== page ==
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Exhibition of works by Botond Keresztesi on view at Horizont Gallery

BUDAPEST.- Several questions storm into mind when glancing at Botond Keresztesi’s latest works. - What intent was guiding the artist when painting such mundane objects and phenomena in utopian associations? – Is he trying to criticize or maybe fetishize mass-produced products, cultural heritage and history? – And most importantly: how does it all come together to be exhibited as a seemingly coherent whole?
The answer for those questions lies in the very rule of contemporary art. In the process of tracking the origins of that rule it is helpful to look at what Ad Reinhardt – Abstract Expressionist and creator of famous black square paintings – wrote about his darkest and most abstract of works:

“… Undifferentiated unity, oneness, no divisions, no multiplicity
…All distinctions disappear in darkness
The darkness is the brilliance numinous, resonance”
(REINHARDT: Art-as-Art: The Selected Writings of Ad Reinhardt, ed. Barbara Rose (New York: Viking Press, 1975) p.90)

Reaching such a high point of abstraction in the painting of a black square uniting all had left very few roads open for art to progress. Where to grow after finding totality in blackness? Where to look for new resources for art to evolve with history? The quest following such questions led to the admission of the everyday: novelties of the neoliberal economy, mass-produced images and icons referring to objects and subjects of popular culture stepped into the realm of high-culture - from were they were excluded before. Pop Art answered, and did so by grounding the rule according to which contemporary art does not have any rules or limitations – at least regarding its appearance and subject matter. This formula, that there is no real formula, is in full effect today and is echoed between experts and laypeople.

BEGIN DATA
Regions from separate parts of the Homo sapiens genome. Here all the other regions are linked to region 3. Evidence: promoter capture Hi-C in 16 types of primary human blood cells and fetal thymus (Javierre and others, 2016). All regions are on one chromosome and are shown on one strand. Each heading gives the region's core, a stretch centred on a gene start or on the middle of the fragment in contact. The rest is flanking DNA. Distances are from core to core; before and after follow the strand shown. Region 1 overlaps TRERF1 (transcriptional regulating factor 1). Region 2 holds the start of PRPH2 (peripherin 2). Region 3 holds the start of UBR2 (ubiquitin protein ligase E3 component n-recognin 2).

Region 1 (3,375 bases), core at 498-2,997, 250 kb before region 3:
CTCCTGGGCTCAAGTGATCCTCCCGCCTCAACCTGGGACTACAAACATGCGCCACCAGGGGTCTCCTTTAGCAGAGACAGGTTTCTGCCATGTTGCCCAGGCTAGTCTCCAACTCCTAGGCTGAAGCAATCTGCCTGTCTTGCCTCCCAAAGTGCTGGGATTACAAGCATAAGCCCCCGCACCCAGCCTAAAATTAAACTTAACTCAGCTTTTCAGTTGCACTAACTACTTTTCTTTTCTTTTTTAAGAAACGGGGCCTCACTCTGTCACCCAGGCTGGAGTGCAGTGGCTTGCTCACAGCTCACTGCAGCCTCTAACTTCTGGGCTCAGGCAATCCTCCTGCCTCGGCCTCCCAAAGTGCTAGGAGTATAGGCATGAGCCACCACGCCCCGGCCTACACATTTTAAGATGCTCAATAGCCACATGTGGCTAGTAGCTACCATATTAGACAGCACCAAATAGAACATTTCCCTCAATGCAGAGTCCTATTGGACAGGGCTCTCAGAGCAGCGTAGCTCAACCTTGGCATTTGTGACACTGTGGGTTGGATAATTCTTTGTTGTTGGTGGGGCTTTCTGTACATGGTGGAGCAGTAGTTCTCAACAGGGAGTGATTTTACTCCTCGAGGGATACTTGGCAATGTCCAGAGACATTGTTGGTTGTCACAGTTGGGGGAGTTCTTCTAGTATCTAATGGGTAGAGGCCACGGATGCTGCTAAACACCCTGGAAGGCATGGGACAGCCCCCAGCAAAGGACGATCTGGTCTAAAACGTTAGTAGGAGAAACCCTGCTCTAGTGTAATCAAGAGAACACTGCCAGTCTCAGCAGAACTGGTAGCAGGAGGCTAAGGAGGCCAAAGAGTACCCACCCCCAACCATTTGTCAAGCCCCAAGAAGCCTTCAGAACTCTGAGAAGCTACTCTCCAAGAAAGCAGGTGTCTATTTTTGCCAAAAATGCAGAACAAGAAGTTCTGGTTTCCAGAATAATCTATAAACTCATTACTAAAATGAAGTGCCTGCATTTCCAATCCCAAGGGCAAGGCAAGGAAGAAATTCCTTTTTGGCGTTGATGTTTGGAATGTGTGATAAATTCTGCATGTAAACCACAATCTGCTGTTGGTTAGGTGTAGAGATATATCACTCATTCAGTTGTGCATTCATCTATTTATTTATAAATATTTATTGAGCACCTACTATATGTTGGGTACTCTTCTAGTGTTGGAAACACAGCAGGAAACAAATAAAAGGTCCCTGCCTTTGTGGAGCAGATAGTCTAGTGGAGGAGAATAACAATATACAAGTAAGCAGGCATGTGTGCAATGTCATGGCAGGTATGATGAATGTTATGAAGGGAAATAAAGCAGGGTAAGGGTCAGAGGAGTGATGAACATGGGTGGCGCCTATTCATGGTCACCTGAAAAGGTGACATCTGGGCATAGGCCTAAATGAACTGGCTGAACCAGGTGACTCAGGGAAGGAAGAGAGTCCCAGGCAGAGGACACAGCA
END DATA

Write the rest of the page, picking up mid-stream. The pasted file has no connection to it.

Forms, techniques and subject mater of contemporary art are indeed magnificent and bewildering in both quantity and variety. In fact art can be quite delusory, often leaving the spectator helpless in his attempt to make sense of an artwork based solely on its appearance. A well-know example for such deceptive art – also from the 1960s, like Reinhardt’s black canvases - is Warhol’s Brillo boxes. Arthur Danto, the late American philosopher, argues as follows: Brillo boxes in a gallery that can be mistaken for Brillo boxes from the supermarket cannot be specified in terms of their visual distinctiveness, thus have to be characterized philosophically. The difference between art and non-art has less to do with art being the more beautiful object, than the intent or idea behind the work. Art transformed itself into an arena of universal permissiveness, in which the shuffling of styles and patching together of narratives becomes possible. After the fulfilment of the abstraction project, beyond the demolished wall between art and the everyday there is no progress. The arrival of the “end of art” however does not really strike Danto. In his reading we have arrived to a vast field of freedom, never to leave. Artists indeed have everything - their own and other people’s bodies, found images and objects, signs and symbols, historical motifs and countless resources of material - at their disposal to be assembled in novel reconfigurations.